I was in the pub thinking about Incredible Edible when the light bulb in my head went off. Get an allotment as well you mad fool! So I applied there and then thinking that it might be a few months, even years, before I heard anything back. You hear stories of people being on waiting lists for a plot for years. And in an alternative place like Bristol, with its fair sized population of hippies and hipsters (again with the generalisation) I thought it would be forever before I got an offer. Plus, if I didn’t enjoy the Incredible Edible experience then I wouldn’t take on a plot and I wouldn’t have lost anything.

The first site I applied for was situated along the River Frome and close to my flat. But shortly after my application was made the allotment flooded after a particularly heavy downpour caused the river to burst its banks, spilling brown, shitty smelling water over the well-tended plots. Needless to say I decided to apply to another site. I thought somewhere slightly away from the river would probably be best. My next choice was the allotments at Thingwall Park, which seemed to have a shorter waiting list than all the other sites in the area.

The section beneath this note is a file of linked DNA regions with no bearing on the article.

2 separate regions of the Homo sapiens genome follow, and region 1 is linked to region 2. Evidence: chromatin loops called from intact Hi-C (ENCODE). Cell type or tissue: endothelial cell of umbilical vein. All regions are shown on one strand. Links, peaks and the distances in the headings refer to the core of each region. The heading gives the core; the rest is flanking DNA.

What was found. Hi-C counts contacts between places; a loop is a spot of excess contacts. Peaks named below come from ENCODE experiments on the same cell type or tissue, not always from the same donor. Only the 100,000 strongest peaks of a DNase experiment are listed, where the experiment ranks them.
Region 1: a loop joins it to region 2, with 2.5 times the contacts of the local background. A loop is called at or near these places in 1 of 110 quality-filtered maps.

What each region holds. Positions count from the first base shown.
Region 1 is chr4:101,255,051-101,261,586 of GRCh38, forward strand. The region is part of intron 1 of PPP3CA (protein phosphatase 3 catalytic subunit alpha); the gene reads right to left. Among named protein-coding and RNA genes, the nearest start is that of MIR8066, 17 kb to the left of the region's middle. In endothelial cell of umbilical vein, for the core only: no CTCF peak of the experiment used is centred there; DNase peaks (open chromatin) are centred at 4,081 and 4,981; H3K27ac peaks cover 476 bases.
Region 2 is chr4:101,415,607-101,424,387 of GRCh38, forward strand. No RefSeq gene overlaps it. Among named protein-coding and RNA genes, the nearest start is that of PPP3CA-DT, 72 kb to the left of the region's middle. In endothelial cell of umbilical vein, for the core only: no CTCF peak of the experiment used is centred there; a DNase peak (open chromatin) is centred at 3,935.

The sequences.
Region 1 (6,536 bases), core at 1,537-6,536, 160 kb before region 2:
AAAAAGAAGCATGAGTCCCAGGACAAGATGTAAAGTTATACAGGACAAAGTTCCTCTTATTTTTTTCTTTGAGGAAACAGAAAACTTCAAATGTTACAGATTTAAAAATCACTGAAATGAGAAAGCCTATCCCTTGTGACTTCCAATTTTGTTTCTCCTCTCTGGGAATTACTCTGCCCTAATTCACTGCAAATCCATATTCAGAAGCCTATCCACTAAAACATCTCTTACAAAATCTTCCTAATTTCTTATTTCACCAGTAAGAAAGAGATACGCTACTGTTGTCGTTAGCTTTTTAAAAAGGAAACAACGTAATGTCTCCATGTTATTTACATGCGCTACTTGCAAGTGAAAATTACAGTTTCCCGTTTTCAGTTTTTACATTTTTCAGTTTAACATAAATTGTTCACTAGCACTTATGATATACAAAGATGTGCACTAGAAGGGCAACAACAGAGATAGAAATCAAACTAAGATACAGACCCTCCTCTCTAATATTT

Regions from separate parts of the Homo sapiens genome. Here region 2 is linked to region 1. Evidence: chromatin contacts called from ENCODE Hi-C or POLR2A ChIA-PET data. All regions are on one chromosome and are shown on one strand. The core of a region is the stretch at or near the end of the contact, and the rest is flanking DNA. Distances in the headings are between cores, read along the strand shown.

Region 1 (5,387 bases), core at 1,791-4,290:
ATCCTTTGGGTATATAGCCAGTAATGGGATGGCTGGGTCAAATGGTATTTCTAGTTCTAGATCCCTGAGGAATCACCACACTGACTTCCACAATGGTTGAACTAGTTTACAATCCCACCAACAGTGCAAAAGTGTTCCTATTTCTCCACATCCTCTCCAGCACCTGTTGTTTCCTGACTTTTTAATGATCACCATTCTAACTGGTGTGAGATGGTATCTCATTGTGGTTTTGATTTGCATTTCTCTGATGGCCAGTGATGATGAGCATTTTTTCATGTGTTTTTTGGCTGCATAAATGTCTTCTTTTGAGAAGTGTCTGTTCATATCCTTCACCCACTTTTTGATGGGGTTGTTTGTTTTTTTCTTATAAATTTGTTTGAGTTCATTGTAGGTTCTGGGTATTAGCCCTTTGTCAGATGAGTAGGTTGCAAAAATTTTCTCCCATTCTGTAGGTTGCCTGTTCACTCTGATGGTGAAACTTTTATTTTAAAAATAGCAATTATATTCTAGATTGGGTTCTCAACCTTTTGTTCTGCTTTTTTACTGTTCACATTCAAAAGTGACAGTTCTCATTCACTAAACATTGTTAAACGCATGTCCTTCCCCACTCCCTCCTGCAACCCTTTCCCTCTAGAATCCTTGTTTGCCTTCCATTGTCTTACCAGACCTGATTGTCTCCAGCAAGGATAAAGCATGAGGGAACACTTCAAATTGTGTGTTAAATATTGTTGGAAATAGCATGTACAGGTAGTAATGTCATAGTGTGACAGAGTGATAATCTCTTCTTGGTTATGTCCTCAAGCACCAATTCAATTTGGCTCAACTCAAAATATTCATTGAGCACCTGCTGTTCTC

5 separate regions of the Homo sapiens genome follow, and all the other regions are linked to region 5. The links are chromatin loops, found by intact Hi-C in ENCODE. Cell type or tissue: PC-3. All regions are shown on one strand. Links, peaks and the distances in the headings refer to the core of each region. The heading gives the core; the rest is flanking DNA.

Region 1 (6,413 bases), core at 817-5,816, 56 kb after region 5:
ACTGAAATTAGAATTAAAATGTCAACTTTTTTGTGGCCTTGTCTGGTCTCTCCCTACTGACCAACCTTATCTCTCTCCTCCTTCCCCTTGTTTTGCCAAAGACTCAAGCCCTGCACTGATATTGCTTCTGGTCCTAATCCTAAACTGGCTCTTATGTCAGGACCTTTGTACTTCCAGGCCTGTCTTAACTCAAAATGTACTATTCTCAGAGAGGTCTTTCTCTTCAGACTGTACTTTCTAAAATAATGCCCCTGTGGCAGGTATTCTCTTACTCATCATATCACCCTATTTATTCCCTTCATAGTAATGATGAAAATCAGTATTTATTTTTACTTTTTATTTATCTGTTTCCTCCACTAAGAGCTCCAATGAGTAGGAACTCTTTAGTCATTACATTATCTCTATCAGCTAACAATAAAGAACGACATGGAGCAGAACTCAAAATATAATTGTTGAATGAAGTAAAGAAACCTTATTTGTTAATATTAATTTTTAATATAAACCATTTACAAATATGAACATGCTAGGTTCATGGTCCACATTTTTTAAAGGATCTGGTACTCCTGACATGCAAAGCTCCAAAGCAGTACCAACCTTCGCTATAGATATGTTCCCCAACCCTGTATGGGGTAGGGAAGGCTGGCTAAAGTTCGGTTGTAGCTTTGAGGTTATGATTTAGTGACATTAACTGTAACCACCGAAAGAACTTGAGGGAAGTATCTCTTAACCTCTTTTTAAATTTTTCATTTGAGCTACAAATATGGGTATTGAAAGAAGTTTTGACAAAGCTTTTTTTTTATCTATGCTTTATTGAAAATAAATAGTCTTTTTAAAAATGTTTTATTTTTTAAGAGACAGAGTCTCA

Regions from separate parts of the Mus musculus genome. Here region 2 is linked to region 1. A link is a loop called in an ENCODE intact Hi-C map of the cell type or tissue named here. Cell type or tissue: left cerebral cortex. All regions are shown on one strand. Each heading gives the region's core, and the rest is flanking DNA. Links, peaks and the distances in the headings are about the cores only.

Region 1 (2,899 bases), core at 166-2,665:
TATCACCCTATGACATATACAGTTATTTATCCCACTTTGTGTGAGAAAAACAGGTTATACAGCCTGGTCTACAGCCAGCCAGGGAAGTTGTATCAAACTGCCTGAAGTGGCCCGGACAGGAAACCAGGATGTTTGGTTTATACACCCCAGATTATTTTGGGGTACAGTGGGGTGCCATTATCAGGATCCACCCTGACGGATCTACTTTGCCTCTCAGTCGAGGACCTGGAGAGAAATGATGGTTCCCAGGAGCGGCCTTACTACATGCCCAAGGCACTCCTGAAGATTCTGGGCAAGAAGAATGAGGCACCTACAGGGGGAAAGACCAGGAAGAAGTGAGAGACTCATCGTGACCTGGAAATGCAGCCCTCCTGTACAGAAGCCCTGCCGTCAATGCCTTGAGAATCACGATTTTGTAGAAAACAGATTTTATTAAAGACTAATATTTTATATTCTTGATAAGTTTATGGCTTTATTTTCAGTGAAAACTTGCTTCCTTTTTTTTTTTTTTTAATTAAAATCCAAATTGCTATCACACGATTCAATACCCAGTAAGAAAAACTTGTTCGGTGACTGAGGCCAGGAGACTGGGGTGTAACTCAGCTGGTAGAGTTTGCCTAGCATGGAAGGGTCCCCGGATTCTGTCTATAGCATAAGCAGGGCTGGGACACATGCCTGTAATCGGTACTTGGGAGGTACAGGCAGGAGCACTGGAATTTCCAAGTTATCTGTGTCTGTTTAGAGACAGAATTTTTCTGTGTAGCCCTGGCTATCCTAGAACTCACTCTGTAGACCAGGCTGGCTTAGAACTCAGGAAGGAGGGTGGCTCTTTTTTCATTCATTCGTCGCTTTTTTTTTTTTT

Within a couple of days I was surprised to get a phone call from Irene, the site rep at Thingwall Park Allotments, offering to show me around and look at the plots that were available. So much for the lengthy waiting list! I was surprised at how excited I felt about this. It was weird. I’d definitely changed.

Thingwall Park Allotments, with nearly three hundred plots is the largest allotment site in Bristol, and only a twenty-five minute walk from my flat. I was offered a choice of three plots. My first choice was a plot that had been dug over recently and I could get stuck straight it (I was so naive back then). But an admin error revealed that it had already been offered to someone else. I was allowed to choose a new one. My second choice, Plot 90B, needed a bit of work, but not too much work I thought. I reckoned I could start planting pretty quickly. I later discover how much of an idiot I was to think this. There were also the bones of a shed that I could use for storage. Yes, it didn’t have much of a roof left and one side seemed to be missing, but I didn’t have a car and figured that having onsite storage was a must. Irene said she’d inform the council of my intentions to take over the plot, and gave me her spare key until my official one arrived.